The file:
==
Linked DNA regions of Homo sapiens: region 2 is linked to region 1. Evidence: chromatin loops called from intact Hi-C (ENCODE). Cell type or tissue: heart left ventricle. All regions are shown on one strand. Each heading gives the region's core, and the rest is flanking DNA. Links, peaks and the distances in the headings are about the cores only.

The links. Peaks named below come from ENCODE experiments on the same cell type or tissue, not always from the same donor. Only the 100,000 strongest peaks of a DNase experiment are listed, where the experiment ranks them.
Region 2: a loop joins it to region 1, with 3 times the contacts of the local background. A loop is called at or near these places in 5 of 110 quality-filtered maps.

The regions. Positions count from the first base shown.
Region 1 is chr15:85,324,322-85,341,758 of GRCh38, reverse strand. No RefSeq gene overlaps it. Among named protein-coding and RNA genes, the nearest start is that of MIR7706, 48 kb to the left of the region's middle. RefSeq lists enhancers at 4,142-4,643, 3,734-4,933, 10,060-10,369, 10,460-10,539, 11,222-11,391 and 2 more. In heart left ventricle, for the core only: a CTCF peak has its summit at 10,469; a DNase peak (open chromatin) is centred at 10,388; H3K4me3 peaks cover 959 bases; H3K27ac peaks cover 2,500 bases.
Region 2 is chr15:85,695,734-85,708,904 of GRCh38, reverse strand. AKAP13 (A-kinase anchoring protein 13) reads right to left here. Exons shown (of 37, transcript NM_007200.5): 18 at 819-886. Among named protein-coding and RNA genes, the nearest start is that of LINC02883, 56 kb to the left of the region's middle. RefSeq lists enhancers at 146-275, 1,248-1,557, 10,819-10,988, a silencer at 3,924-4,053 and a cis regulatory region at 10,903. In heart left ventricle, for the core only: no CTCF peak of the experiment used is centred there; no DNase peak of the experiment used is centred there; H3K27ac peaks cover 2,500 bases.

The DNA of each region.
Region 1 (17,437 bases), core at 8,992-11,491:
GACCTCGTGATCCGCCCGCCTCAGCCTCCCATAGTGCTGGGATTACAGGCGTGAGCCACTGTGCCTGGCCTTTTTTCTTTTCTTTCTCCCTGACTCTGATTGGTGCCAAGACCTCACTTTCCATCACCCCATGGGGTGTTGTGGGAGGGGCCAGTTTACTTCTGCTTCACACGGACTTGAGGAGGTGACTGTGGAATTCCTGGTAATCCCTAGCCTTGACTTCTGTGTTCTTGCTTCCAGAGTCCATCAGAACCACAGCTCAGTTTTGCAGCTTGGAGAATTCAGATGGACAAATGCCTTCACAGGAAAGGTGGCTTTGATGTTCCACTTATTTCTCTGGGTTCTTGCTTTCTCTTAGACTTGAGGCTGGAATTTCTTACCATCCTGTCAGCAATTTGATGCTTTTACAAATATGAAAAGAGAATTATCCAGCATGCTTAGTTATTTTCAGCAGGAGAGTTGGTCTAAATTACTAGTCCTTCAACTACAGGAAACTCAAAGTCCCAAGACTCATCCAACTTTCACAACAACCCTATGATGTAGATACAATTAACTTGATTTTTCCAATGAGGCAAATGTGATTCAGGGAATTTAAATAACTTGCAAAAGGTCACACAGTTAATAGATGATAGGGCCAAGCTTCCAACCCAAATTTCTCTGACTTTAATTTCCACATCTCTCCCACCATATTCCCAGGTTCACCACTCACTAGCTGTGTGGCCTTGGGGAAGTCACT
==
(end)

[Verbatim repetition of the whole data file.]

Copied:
Linked DNA regions of Homo sapiens: region 2 is linked to region 1. Evidence: chromatin loops called from intact Hi-C (ENCODE). Cell type or tissue: heart left ventricle. All regions are shown on one strand. Each heading gives the region's core, and the rest is flanking DNA. Links, peaks and the distances in the headings are about the cores only.

The links. Peaks named below come from ENCODE experiments on the same cell type or tissue, not always from the same donor. Only the 100,000 strongest peaks of a DNase experiment are listed, where the experiment ranks them.
Region 2: a loop joins it to region 1, with 3 times the contacts of the local background. A loop is called at or near these places in 5 of 110 quality-filtered maps.

The regions. Positions count from the first base shown.
Region 1 is chr15:85,324,322-85,341,758 of GRCh38, reverse strand. No RefSeq gene overlaps it. Among named protein-coding and RNA genes, the nearest start is that of MIR7706, 48 kb to the left of the region's middle. RefSeq lists enhancers at 4,142-4,643, 3,734-4,933, 10,060-10,369, 10,460-10,539, 11,222-11,391 and 2 more. In heart left ventricle, for the core only: a CTCF peak has its summit at 10,469; a DNase peak (open chromatin) is centred at 10,388; H3K4me3 peaks cover 959 bases; H3K27ac peaks cover 2,500 bases.
Region 2 is chr15:85,695,734-85,708,904 of GRCh38, reverse strand. AKAP13 (A-kinase anchoring protein 13) reads right to left here. Exons shown (of 37, transcript NM_007200.5): 18 at 819-886. Among named protein-coding and RNA genes, the nearest start is that of LINC02883, 56 kb to the left of the region's middle. RefSeq lists enhancers at 146-275, 1,248-1,557, 10,819-10,988, a silencer at 3,924-4,053 and a cis regulatory region at 10,903. In heart left ventricle, for the core only: no CTCF peak of the experiment used is centred there; no DNase peak of the experiment used is centred there; H3K27ac peaks cover 2,500 bases.

The DNA of each region.
Region 1 (17,437 bases), core at 8,992-11,491:
GACCTCGTGATCCGCCCGCCTCAGCCTCCCATAGTGCTGGGATTACAGGCGTGAGCCACTGTGCCTGGCCTTTTTTCTTTTCTTTCTCCCTGACTCTGATTGGTGCCAAGACCTCACTTTCCATCACCCCATGGGGTGTTGTGGGAGGGGCCAGTTTACTTCTGCTTCACACGGACTTGAGGAGGTGACTGTGGAATTCCTGGTAATCCCTAGCCTTGACTTCTGTGTTCTTGCTTCCAGAGTCCATCAGAACCACAGCTCAGTTTTGCAGCTTGGAGAATTCAGATGGACAAATGCCTTCACAGGAAAGGTGGCTTTGATGTTCCACTTATTTCTCTGGGTTCTTGCTTTCTCTTAGACTTGAGGCTGGAATTTCTTACCATCCTGTCAGCAATTTGATGCTTTTACAAATATGAAAAGAGAATTATCCAGCATGCTTAGTTATTTTCAGCAGGAGAGTTGGTCTAAATTACTAGTCCTTCAACTACAGGAAACTCAAAGTCCCAAGACTCATCCAACTTTCACAACAACCCTATGATGTAGATACAATTAACTTGATTTTTCCAATGAGGCAAATGTGATTCAGGGAATTTAAATAACTTGCAAAAGGTCACACAGTTAATAGATGATAGGGCCAAGCTTCCAACCCAAATTTCTCTGACTTTAATTTCCACATCTCTCCCACCATATTCCCAGGTTCACCACTCACTAGCTGTGTGGCCTTGGGGAAGTCACT